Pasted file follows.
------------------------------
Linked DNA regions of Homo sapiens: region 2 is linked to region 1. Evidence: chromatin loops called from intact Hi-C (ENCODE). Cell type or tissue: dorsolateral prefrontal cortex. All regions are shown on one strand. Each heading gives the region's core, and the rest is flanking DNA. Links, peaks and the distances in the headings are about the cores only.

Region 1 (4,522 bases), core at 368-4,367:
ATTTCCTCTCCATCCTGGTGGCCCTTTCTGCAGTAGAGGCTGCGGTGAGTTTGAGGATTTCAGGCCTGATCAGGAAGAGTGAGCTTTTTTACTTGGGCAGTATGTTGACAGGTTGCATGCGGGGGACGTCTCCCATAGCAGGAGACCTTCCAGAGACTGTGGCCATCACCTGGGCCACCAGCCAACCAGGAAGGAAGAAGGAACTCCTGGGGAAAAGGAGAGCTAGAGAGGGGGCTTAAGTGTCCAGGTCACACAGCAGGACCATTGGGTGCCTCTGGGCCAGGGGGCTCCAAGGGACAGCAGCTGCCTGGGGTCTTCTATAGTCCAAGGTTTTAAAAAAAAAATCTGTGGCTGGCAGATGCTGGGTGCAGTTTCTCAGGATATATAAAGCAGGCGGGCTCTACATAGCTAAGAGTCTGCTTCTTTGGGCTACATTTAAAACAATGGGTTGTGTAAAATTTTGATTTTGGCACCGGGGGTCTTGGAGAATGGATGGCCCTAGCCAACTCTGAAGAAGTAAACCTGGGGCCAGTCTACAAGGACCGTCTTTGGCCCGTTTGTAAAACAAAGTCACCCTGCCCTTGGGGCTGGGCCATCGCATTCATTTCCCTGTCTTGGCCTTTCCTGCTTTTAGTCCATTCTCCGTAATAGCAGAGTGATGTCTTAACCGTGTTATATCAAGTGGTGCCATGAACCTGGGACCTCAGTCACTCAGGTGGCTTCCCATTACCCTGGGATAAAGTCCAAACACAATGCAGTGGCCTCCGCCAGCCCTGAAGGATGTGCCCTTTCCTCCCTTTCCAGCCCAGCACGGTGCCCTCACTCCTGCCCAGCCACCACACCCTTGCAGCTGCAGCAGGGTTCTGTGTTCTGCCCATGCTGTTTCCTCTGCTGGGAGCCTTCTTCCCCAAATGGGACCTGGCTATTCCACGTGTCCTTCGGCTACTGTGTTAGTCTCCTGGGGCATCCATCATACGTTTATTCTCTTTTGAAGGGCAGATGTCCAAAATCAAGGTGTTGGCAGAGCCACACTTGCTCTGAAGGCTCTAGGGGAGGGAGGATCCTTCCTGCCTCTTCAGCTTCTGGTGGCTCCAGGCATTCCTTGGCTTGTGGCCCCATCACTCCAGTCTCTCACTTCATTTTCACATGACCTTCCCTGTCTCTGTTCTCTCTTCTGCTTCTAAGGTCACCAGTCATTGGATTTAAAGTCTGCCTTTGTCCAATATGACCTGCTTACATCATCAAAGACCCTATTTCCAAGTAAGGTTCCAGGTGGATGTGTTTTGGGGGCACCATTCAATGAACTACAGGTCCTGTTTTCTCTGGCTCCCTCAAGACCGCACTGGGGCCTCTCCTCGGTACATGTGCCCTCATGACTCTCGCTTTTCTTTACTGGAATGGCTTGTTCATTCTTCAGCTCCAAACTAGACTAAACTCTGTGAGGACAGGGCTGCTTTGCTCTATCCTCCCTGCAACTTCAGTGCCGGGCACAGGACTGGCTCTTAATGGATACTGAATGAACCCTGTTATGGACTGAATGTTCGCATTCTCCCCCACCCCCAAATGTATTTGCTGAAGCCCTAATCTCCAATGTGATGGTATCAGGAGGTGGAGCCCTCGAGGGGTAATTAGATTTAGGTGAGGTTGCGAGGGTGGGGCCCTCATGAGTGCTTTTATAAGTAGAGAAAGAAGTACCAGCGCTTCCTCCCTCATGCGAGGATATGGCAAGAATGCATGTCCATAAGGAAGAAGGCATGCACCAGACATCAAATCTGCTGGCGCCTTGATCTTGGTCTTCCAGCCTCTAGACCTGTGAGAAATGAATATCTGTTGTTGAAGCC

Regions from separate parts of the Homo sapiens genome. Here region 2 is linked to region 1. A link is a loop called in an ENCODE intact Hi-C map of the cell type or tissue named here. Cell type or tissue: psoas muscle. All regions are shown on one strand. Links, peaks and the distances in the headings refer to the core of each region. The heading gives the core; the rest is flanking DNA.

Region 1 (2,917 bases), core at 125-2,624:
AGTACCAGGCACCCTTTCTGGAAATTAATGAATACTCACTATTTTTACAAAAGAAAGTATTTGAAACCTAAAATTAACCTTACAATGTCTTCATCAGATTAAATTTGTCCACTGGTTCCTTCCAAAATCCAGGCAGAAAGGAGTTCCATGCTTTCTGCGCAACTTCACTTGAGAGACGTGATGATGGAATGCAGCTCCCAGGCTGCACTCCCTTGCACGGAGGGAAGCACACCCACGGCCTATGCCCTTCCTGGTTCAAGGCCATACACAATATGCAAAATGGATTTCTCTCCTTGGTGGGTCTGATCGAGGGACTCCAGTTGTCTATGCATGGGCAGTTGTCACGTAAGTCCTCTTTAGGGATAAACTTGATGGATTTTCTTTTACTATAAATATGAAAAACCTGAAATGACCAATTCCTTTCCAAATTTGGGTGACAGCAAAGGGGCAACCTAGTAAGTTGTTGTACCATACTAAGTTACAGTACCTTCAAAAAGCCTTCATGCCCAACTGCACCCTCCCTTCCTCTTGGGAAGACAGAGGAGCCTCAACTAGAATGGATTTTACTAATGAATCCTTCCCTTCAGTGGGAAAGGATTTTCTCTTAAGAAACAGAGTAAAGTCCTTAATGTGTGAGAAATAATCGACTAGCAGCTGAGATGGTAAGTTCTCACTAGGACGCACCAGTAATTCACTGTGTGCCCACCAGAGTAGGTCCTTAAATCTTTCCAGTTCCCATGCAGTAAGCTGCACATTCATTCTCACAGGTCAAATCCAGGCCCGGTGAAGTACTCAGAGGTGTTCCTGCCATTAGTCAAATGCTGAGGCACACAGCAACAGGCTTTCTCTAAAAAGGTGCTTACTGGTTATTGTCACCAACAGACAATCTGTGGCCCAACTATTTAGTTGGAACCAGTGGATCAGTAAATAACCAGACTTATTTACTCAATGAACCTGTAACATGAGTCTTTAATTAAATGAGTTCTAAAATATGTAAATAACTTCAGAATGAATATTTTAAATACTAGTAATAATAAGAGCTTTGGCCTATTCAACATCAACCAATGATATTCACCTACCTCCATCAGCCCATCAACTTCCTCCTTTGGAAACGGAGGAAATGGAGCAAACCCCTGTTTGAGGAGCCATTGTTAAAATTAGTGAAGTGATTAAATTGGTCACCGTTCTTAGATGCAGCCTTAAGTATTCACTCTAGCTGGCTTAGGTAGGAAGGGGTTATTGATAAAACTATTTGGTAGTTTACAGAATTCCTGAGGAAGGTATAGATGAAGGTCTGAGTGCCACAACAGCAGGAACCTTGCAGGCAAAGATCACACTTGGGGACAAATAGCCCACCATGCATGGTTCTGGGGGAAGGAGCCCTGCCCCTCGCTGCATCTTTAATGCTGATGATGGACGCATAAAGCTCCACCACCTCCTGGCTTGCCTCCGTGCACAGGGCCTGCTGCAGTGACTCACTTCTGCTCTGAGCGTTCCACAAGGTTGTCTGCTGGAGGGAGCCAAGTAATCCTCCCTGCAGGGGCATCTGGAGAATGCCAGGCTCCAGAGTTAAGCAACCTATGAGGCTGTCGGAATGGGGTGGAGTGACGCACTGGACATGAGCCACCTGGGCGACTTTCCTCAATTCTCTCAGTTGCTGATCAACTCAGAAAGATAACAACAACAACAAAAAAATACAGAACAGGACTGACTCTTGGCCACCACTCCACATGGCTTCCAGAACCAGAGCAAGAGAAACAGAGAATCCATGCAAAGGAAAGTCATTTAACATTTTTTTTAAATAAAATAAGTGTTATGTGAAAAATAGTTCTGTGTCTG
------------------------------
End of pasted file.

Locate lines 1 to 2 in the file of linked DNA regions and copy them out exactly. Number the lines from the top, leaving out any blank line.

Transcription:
Linked DNA regions of Homo sapiens: region 2 is linked to region 1. Evidence: chromatin loops called from intact Hi-C (ENCODE). Cell type or tissue: dorsolateral prefrontal cortex. All regions are shown on one strand. Each heading gives the region's core, and the rest is flanking DNA. Links, peaks and the distances in the headings are about the cores only.

Region 1 (4,522 bases), core at 368-4,367: